A detailed, step-by-step guide to every single step of creating, managing and finishing projects of any size in any industry.
The Project Management Institute is a global professional organization for project management that believes successful project management drives change, value creation and adaptation across all organizations. This sixth edition of the Project Management Institute’s definitive guide provides a comprehensive, detailed approach to all aspects of project management for practitioners, business leaders and students. The manual covers each project management knowledge area, from the role of the project manager to scheduling and cost management. It contains timely, valuable advice on adaptive project management for today’s rapidly changing business environment.
The Project Management Body of Knowledge (PMBOK), which represents acknowledged practices within the profession, derives from The Standard for Project Management recognized by the American National Standards Institute (ANSI). PMBOK provides additional detail on project scope, scheduling and resource management.
Tools and Methodologies
Project management applies to the development of any unique product or service separate from an organization’s ongoing operations. Five processes define the procedures involved in project management: “initiating, planning, executing, monitoring and controlling, and closing.”
Project management is not new. It has been in use for hundreds of years. Examples of project outcomes include: [the] Pyramids of Giza…Great Wall of China…[and] placement of the International Space Station into Earth’s orbit. The Project Management Institute
The ANSI clearly defines project success, project life cycle, project stakeholders, the role of the project manager, project knowledge areas and the process groups.
The operational environment encompasses internal and external “enterprise factors,” and “organizational process assets.” Internal enterprise factors include corporate culture, facilities, infrastructure, IT assets and employees. External factors include the competitive setting, government regulations, access to financial markets, and geographical and trade restrictions.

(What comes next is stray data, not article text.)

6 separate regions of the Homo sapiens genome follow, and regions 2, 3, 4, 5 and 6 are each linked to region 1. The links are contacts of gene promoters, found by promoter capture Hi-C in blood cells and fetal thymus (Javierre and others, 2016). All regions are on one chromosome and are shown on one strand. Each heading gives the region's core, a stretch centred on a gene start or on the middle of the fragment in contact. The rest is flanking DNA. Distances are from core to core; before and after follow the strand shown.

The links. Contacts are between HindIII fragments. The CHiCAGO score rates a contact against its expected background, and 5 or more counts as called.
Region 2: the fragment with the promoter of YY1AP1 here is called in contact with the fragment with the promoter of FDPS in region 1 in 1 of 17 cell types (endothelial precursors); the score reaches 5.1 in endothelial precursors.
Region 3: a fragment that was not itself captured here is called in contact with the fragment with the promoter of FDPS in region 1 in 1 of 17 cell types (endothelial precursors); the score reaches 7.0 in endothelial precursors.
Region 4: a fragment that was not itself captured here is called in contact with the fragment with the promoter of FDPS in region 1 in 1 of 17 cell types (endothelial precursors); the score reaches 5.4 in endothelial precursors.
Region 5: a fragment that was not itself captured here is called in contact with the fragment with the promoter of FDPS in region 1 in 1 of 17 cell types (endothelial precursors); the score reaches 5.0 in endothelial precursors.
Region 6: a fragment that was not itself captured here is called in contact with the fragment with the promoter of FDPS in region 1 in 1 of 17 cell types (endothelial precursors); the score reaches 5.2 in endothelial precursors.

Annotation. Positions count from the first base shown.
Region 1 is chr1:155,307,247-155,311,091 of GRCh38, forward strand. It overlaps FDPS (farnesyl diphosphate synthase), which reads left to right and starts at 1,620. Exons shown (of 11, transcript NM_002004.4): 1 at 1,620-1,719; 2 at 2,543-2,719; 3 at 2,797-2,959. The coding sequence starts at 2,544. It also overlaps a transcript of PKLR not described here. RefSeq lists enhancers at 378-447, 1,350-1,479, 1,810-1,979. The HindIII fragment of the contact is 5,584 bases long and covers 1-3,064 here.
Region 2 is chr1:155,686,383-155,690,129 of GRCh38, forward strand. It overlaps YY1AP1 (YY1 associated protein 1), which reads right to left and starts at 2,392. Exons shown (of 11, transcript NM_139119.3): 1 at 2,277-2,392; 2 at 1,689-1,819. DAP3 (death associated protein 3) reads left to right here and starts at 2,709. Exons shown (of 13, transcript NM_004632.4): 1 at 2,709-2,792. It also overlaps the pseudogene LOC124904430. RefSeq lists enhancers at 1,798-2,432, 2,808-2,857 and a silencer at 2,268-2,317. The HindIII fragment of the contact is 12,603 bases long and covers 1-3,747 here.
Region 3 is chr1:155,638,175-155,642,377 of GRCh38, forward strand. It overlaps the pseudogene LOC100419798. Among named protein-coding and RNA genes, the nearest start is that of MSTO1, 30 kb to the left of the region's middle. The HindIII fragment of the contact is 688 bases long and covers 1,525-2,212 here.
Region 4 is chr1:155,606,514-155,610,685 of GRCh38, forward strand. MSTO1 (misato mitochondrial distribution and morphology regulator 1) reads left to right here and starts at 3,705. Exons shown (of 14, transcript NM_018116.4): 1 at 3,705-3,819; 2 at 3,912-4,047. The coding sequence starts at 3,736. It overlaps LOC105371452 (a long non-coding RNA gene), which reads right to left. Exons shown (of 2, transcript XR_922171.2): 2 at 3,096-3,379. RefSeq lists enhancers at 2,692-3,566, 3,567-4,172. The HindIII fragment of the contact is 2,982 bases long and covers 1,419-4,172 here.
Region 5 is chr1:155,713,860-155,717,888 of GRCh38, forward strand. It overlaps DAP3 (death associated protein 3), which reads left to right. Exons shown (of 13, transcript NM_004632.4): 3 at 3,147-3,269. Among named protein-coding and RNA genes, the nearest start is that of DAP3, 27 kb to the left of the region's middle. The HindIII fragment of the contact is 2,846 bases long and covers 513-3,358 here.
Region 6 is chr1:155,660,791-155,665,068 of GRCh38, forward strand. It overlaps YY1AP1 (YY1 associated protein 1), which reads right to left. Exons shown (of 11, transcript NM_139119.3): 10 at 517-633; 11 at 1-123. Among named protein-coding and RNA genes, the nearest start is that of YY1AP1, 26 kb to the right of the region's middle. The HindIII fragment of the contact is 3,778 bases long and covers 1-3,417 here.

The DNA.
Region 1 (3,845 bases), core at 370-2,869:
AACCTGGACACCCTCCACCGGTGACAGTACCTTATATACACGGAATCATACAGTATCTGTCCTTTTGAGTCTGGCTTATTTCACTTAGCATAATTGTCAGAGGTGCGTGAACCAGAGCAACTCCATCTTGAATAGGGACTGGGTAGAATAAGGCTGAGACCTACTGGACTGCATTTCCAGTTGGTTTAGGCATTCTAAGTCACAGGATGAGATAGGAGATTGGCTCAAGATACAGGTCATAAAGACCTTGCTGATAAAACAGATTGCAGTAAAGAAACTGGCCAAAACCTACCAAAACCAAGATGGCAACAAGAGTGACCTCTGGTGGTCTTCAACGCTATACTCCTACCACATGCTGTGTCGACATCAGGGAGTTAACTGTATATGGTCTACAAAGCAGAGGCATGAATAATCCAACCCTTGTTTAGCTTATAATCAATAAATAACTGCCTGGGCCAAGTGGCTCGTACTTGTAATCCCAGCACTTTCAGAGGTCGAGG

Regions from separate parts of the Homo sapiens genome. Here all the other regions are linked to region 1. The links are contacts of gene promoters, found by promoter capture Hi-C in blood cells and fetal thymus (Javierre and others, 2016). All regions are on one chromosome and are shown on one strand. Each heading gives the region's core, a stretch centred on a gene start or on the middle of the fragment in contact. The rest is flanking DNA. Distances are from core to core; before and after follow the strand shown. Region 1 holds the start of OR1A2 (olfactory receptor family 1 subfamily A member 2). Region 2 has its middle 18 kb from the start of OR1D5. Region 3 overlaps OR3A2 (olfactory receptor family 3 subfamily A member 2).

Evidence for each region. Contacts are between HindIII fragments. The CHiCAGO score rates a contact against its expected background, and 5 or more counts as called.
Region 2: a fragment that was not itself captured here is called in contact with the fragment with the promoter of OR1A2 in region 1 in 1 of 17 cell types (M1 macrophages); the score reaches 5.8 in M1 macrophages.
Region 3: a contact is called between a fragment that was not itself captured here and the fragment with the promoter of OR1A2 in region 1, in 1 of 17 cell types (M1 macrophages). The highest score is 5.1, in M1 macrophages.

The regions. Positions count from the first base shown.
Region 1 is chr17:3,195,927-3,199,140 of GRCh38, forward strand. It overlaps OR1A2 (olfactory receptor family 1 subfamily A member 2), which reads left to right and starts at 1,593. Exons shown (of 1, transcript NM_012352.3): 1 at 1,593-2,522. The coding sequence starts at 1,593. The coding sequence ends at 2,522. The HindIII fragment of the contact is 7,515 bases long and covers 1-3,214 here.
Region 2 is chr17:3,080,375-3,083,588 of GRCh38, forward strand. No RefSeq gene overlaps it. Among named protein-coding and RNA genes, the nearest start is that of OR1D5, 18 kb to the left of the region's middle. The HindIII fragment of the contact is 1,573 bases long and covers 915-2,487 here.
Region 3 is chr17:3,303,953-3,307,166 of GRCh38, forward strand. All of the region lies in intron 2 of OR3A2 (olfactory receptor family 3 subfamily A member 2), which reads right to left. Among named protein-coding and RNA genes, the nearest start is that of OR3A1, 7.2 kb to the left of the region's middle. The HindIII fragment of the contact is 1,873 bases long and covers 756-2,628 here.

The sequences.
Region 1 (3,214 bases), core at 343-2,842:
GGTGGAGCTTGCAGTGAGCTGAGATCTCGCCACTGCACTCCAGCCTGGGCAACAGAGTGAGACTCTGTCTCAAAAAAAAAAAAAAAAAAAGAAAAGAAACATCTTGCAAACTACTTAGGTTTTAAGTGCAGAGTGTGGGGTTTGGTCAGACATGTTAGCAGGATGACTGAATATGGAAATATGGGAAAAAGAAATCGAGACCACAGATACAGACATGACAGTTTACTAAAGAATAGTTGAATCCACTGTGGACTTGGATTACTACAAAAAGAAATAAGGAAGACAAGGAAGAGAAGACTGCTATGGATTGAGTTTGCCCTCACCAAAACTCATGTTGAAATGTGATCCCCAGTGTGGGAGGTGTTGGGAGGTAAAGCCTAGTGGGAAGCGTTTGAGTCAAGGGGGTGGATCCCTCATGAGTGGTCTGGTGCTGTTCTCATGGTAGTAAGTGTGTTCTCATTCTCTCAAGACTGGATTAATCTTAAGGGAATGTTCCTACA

The project manager (PM) is the organizational leader who is responsible for all aspects of project definition, delivery and completion.
The project manager is not expected to perform every role on the project but should possess project management knowledge, technical knowledge, understanding and experience. The Project Management Institute
The project manager doesn’t need to have all the relevant technical expertise, but must have strong industry knowledge to manage technical experts andunderstand the project holistically.
Project Integration Management
The project manager uses project integration management (PIM) – which is unique to the discipline of project management – to evaluate the interdependence of project activities. The PM develops a project charter that authorizes the project, links to broader corporate objectives and provides organizational resources. The PM also handles project knowledge, monitors and controls project work, performs internal change control, and closes out the project.
Project Scope Management
Project scope management makes sure that the project stays on track and delivers the outcomes specified in its charter and management plan. It defines a project’s work requirements, maintains ongoing scope control, manages and gets approval for changes, and validates completion. Project scope management also creates a detailed baseline and procedures for maintaining control over changes.
Project scope management includes the processes required to ensure that the project includes all the work required, and only the work required, to complete the project successfully. The Project Management Institute